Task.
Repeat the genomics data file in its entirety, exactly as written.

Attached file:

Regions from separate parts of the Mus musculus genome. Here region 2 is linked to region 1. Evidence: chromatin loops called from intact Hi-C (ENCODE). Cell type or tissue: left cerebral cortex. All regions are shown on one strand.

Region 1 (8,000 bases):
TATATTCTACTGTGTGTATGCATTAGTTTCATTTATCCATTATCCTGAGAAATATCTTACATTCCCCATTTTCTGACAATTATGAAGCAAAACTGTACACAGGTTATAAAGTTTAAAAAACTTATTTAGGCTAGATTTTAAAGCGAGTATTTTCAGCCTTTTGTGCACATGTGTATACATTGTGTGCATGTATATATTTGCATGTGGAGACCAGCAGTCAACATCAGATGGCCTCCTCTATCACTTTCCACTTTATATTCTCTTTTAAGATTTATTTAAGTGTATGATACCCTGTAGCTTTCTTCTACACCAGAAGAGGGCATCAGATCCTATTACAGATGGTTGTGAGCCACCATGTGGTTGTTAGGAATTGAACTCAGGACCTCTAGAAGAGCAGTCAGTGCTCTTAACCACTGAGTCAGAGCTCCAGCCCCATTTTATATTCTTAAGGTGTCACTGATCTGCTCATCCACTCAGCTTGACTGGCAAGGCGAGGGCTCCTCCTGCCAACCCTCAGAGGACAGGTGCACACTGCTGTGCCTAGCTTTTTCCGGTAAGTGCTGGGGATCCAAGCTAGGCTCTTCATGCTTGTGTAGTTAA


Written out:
Regions from separate parts of the Mus musculus genome. Here region 2 is linked to region 1. Evidence: chromatin loops called from intact Hi-C (ENCODE). Cell type or tissue: left cerebral cortex. All regions are shown on one strand.

Region 1 (8,000 bases):
TATATTCTACTGTGTGTATGCATTAGTTTCATTTATCCATTATCCTGAGAAATATCTTACATTCCCCATTTTCTGACAATTATGAAGCAAAACTGTACACAGGTTATAAAGTTTAAAAAACTTATTTAGGCTAGATTTTAAAGCGAGTATTTTCAGCCTTTTGTGCACATGTGTATACATTGTGTGCATGTATATATTTGCATGTGGAGACCAGCAGTCAACATCAGATGGCCTCCTCTATCACTTTCCACTTTATATTCTCTTTTAAGATTTATTTAAGTGTATGATACCCTGTAGCTTTCTTCTACACCAGAAGAGGGCATCAGATCCTATTACAGATGGTTGTGAGCCACCATGTGGTTGTTAGGAATTGAACTCAGGACCTCTAGAAGAGCAGTCAGTGCTCTTAACCACTGAGTCAGAGCTCCAGCCCCATTTTATATTCTTAAGGTGTCACTGATCTGCTCATCCACTCAGCTTGACTGGCAAGGCGAGGGCTCCTCCTGCCAACCCTCAGAGGACAGGTGCACACTGCTGTGCCTAGCTTTTTCCGGTAAGTGCTGGGGATCCAAGCTAGGCTCTTCATGCTTGTGTAGTTAA